The shameless promotion of the coin business and extraordinary search for special rare coins did not begin with the explosion of the Internet. It can be traced to legendary coin dealer B. Max Mehl. From the empire he built in Austin, Texas, Mehl was probably the first coin dealer to market coins to the general public.
Mehl started advertising in The Numismatist in 1903 and in the following year issued his first catalog. In 1906, Mehl paid $12.50 to advertise in Collier’s magazine offering his Star Coin Book for 10-cents. Later, Mehl would expand the book and sell it for $1.
Benjamin Maximillian Mehl was born in Łódź, Russia (now Poland) in 1884. His family immigrated to the United States in 1895 and worked as a shoe salesman before he became a coin dealer. Stories about his relentless promotion report that he was shipping coins to more than 30,000 times a year.
Mehl is famous for his advertising that he “Will pay $50 for a nickel of 1913 with Liberty Head, not Buffalo.” Although he never found one, that did not stop him from advertising and trying.
Then there is the catalog, Star Coin Book. Before the Red Book, Blue Book, and Standard Catalog, there were few books that provided this amount of information and was affordable to the general public. The Star Coin Book was his marketing tool to make and keep people interested and to keep the orders coming in.
Mehl sold so many catalogs that one can be purchased for as little as $5.00 or as high as $50.00 depending on the year and condition. Many are in poor condition since they were not meant to be saved. Mehl wanted people to buy a new catalog every year.
Imagine my surprise when I was going through a box of odd books that I purchased from an estate and found a 1925 edition of The Star Rare Coin Encyclopedia and Premium Catalog. I picked up the book, paused as I tried to focus on the well-worn cover, and smiled as I realized what I had found.
The book is not in good condition but it is part of numismatic lore. It is Mehl’s work as a cataloger and seller of coins and some currency. It is page after page of coins and the values that he would pay if you wanted to sell your coins. These values are a range of what he would pay and he notes that is based on the condition of the coin. He does include a description of the differences in condition and most coin types include some type of picture, whether it is a photographic plate or a line drawing.
After the lists there are a few pages of history of coins, “Coins Past and Present” that is followed by coins he has for sale. All sales were done by phone or by postal mail. Remember, this was long before fax machines and the Internet!
There are both contemporary and modern writings about Mehl that describe him as a huckster and mendacious. Others describe him as a genius of marketing that helped grow the hobby. Regardless, Mehl has a place is numismatic history that has to be respected for being able to use the tools he had to build a successful business.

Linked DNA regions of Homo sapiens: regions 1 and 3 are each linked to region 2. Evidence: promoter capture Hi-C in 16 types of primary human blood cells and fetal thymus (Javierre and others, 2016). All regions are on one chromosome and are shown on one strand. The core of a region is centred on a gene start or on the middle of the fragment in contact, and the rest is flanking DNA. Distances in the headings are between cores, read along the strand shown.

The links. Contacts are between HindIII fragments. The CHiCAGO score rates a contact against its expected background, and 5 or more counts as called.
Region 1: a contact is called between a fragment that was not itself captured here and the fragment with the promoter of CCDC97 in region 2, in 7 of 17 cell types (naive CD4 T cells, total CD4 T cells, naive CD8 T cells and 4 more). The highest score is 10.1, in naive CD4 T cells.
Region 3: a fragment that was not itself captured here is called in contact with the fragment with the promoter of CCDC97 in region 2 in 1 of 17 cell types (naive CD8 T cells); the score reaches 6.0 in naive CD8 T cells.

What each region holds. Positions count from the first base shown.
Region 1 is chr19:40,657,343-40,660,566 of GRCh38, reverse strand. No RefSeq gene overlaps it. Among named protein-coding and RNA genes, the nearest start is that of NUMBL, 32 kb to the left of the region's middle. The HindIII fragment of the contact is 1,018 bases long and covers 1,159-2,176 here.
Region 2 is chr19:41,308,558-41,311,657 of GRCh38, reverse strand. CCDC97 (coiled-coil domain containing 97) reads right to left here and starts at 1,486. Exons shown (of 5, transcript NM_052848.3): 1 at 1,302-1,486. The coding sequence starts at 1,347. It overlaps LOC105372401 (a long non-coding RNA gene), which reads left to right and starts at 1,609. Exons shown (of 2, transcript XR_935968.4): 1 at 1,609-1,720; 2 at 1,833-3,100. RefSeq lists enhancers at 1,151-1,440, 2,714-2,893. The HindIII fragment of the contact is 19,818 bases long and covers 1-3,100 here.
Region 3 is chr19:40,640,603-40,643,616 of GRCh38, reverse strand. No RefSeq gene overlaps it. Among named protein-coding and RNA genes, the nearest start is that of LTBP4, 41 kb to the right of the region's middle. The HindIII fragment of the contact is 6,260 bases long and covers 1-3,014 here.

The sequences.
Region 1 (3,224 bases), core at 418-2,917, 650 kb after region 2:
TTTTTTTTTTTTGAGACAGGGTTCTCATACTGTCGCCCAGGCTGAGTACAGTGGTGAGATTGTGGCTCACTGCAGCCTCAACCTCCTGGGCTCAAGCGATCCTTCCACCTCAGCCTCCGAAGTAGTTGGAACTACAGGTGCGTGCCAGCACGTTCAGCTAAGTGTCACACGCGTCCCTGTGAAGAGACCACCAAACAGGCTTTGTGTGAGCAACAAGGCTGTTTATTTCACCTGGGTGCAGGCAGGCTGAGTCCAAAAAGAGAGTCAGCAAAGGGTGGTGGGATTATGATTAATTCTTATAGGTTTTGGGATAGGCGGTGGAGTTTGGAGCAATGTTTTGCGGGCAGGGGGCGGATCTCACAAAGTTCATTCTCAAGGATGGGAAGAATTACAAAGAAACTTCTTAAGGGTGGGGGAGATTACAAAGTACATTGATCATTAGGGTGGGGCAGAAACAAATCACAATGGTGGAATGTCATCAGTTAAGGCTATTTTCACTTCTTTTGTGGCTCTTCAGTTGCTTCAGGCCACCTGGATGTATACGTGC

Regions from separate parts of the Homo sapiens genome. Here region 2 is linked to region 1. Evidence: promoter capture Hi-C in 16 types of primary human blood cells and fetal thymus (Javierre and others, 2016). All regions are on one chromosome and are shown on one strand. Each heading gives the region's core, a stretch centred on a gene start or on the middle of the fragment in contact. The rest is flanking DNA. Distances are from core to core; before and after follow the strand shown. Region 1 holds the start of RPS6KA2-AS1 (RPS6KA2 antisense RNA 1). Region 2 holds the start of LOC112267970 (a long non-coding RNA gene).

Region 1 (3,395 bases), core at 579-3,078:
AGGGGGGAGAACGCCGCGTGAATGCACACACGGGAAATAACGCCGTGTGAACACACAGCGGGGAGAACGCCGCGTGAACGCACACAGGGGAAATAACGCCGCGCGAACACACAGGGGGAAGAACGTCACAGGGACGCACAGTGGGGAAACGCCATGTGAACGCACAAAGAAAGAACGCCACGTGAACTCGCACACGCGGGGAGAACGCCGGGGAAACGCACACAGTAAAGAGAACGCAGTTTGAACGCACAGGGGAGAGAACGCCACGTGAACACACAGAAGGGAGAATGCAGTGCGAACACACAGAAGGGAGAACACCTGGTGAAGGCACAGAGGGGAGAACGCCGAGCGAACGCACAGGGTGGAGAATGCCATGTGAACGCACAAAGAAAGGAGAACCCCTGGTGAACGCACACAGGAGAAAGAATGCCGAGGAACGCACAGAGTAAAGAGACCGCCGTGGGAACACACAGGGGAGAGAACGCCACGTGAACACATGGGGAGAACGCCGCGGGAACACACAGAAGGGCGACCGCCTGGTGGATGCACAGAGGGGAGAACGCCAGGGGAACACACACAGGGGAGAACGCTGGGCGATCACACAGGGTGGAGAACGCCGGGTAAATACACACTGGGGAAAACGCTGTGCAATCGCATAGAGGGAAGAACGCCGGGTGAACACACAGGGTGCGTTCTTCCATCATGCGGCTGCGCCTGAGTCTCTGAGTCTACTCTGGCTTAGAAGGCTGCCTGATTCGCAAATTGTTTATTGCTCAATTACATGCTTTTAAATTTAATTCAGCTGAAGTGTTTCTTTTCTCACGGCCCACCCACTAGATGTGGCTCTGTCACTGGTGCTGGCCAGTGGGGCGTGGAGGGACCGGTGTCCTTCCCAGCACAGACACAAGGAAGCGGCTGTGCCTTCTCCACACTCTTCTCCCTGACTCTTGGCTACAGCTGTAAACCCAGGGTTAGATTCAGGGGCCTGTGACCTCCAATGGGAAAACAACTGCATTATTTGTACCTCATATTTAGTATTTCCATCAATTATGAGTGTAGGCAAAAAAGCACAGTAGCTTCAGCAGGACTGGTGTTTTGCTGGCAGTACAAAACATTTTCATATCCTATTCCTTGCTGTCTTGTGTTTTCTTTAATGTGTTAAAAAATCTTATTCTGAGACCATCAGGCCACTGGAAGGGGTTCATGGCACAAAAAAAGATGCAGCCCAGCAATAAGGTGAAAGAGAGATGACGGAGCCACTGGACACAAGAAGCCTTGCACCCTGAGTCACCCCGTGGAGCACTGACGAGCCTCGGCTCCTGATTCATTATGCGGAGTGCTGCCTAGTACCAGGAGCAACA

Since the news reports about the discovery of two 1943 Lincoln wheat cents struck on copper planchets hit the news, I have received a few inquiries as to whether they have a coin that could be worth tens- or hundreds-of-thousands-of-dollars. All are disappointed when they find out that grandpa’s old album may not be worth more than $50.00 if that much.
“But the coin is so old!”Those of us who have been around this hobby for a while know that many factors go into pricing coins including supply and demand, condition, and other market forces. The considerations are so varied, that I wrote a two-part series on “How Coins are Priced” (links: Part I and Part II) that is still relevant.
The 1943 copper Lincoln cent is known as an off-metal error. It probably happened when the U.S. Mint started to strike the 1943 Steel cents and a few copper planchets were probably still stuck in the machine. According to Coin World, there have been 12 reported 1943 copper cents.
Now that the coin has been reported in the mainstream media, be careful about buying counterfeits coins. Sources report that would-be fraudsters are either taking the abundant supply of steel cents at a cost of 50-cents to $2 each and plating them with copper. This type of counterfeit is easy to detect using a magnet. Copper is not magnetic and will not react to a magnet.
Another trick they try is to alter the “8” on a 1948 Lincoln cent to make it look like a three. If you carefully study the style used on the “3” and the “8” you will see that they are very different shapes on the coins. Also, if you look at the date under magnification, you could see the tooling marks. This is where carrying a 10x loupe is beneficial.
Otherwise, make sure the coin is encapsulated by a reputable grading service and that you check the serial numbers against the grading service’s database.
While it is nice to have the attention, please do not be disappointed when I tell you that the rusting 1943 steel cent is probably worth about 25-cents or that reprocessed set may be worth one- or two-dollars.
As I am working on a manuscript about counterfeiting coins and currency, I started to search the internet for the location of some information when I stumbled on The British Museum’s website. Rather than find something about counterfeiting, searching the term “defacing coins” lead me to the most recent Curator’s Corner blog entry by Thomas Hockenhull, the curator of Modern Money for The British Museum.
For this entry, Hockenhull found a 1903 large penny with the words “VOTES FOR WOMEN” engraved over the head of King Edward III. It was done as part of the suffragist protests in England prior to World War I. Although not much of a presenter, The British Museum recorded a video featuring Hockenhull describing the coin and his research into how it might have come into existence. Rather than rehash what he said, you can watch the video here: